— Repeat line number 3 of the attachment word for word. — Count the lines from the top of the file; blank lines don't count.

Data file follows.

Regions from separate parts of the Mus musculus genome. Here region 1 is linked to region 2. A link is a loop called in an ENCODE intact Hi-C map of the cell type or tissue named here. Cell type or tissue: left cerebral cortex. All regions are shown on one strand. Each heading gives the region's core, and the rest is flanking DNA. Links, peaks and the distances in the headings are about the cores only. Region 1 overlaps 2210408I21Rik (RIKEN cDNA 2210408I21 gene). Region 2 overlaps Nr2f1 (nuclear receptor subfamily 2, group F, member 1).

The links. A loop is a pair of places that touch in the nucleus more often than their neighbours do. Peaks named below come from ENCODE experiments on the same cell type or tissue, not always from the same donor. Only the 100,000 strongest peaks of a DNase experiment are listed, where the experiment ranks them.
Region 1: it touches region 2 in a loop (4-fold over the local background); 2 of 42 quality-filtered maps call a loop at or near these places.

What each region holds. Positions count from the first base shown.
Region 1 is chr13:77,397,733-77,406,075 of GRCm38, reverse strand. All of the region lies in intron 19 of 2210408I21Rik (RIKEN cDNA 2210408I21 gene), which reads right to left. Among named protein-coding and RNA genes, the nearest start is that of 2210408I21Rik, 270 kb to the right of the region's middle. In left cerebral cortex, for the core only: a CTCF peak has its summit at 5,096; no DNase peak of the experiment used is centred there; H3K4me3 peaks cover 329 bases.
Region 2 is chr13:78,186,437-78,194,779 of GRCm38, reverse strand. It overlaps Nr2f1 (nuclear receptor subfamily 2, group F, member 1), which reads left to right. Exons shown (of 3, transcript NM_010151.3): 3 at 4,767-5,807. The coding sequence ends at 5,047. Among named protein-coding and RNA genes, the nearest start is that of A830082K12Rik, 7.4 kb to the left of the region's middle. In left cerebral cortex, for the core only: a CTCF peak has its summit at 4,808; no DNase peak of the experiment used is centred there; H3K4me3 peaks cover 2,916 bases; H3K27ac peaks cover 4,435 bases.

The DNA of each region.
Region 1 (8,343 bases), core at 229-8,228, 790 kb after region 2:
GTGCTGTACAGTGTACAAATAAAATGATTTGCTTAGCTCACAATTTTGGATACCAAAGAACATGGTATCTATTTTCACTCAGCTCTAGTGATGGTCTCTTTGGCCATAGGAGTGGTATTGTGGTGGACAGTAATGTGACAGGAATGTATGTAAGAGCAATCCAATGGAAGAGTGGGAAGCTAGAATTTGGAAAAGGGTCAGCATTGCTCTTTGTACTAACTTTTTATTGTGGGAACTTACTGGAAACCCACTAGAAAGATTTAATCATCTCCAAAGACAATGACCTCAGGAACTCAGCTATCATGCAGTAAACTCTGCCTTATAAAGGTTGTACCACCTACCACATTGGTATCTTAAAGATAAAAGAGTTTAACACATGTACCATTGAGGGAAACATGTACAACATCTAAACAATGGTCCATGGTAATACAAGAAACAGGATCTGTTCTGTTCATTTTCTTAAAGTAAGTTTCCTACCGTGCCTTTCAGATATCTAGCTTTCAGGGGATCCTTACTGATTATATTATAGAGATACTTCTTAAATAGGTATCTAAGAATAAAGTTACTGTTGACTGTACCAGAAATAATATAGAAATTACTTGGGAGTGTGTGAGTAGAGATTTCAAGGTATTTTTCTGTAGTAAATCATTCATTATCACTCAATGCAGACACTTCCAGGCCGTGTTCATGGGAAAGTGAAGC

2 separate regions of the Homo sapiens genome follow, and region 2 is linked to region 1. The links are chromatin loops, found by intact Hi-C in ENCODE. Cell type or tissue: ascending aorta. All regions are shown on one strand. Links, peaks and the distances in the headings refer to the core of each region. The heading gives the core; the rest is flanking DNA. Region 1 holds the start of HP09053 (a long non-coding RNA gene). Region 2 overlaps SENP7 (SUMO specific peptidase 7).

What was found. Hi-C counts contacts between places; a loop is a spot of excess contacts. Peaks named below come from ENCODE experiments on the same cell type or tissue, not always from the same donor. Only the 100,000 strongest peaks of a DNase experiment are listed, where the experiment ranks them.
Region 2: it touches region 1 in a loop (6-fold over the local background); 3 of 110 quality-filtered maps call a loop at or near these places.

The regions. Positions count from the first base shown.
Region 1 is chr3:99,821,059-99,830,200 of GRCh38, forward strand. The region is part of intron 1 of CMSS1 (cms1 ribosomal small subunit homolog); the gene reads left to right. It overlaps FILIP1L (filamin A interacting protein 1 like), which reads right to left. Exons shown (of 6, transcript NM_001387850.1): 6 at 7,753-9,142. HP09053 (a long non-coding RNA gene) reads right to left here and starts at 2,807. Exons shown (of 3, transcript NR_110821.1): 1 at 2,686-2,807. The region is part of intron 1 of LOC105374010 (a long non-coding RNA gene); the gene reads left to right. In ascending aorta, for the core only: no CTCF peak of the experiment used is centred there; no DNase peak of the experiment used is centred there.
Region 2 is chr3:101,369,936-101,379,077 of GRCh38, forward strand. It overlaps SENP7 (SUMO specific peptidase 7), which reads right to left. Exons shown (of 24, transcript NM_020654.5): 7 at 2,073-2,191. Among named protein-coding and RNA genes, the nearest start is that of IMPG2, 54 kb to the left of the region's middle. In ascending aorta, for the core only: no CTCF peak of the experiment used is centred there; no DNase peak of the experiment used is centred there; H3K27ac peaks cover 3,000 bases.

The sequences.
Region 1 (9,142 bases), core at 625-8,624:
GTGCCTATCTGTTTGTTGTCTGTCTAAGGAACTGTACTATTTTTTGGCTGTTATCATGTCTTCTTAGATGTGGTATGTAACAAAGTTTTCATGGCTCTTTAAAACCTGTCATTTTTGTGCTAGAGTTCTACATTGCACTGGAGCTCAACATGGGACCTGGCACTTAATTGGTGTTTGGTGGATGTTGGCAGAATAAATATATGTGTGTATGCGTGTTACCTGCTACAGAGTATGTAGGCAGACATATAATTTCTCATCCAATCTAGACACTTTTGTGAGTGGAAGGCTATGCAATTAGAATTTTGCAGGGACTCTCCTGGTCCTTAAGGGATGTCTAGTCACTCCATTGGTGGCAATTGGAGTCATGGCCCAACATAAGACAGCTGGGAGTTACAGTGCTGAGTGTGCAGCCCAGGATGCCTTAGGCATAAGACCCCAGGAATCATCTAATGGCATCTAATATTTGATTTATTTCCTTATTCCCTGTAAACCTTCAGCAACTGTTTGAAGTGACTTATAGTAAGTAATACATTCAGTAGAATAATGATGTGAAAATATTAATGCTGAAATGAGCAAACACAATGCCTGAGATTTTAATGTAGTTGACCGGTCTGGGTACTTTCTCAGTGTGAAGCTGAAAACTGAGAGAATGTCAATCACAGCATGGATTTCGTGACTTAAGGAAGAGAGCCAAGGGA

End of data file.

Region 1: it touches region 2 in a loop (4-fold over the local background); 2 of 42 quality-filtered maps call a loop at or near these places.